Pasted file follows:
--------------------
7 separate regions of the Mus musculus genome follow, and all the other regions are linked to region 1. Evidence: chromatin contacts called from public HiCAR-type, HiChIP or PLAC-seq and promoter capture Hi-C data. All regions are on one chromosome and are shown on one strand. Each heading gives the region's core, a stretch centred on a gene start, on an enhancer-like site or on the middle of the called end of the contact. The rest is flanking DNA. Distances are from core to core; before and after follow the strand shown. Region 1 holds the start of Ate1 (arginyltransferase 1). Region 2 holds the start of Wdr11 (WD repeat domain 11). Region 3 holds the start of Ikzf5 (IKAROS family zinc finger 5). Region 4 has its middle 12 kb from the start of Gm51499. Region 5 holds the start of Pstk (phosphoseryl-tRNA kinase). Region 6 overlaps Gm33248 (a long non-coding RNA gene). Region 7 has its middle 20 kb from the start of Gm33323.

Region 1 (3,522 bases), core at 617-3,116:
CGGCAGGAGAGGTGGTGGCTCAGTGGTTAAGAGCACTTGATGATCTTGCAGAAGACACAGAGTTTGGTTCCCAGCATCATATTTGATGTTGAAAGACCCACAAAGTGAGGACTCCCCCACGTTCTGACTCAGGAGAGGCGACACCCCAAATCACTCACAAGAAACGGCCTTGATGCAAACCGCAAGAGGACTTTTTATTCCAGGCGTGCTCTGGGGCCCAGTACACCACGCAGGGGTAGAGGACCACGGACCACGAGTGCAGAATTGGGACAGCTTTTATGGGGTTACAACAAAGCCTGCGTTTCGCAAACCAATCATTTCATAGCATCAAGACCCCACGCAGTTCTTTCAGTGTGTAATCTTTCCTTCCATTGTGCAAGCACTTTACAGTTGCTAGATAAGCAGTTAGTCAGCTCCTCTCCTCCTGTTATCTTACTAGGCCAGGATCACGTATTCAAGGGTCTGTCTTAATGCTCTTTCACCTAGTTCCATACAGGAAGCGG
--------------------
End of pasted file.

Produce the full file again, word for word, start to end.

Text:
7 separate regions of the Mus musculus genome follow, and all the other regions are linked to region 1. Evidence: chromatin contacts called from public HiCAR-type, HiChIP or PLAC-seq and promoter capture Hi-C data. All regions are on one chromosome and are shown on one strand. Each heading gives the region's core, a stretch centred on a gene start, on an enhancer-like site or on the middle of the called end of the contact. The rest is flanking DNA. Distances are from core to core; before and after follow the strand shown. Region 1 holds the start of Ate1 (arginyltransferase 1). Region 2 holds the start of Wdr11 (WD repeat domain 11). Region 3 holds the start of Ikzf5 (IKAROS family zinc finger 5). Region 4 has its middle 12 kb from the start of Gm51499. Region 5 holds the start of Pstk (phosphoseryl-tRNA kinase). Region 6 overlaps Gm33248 (a long non-coding RNA gene). Region 7 has its middle 20 kb from the start of Gm33323.

Region 1 (3,522 bases), core at 617-3,116:
CGGCAGGAGAGGTGGTGGCTCAGTGGTTAAGAGCACTTGATGATCTTGCAGAAGACACAGAGTTTGGTTCCCAGCATCATATTTGATGTTGAAAGACCCACAAAGTGAGGACTCCCCCACGTTCTGACTCAGGAGAGGCGACACCCCAAATCACTCACAAGAAACGGCCTTGATGCAAACCGCAAGAGGACTTTTTATTCCAGGCGTGCTCTGGGGCCCAGTACACCACGCAGGGGTAGAGGACCACGGACCACGAGTGCAGAATTGGGACAGCTTTTATGGGGTTACAACAAAGCCTGCGTTTCGCAAACCAATCATTTCATAGCATCAAGACCCCACGCAGTTCTTTCAGTGTGTAATCTTTCCTTCCATTGTGCAAGCACTTTACAGTTGCTAGATAAGCAGTTAGTCAGCTCCTCTCCTCCTGTTATCTTACTAGGCCAGGATCACGTATTCAAGGGTCTGTCTTAATGCTCTTTCACCTAGTTCCATACAGGAAGCGG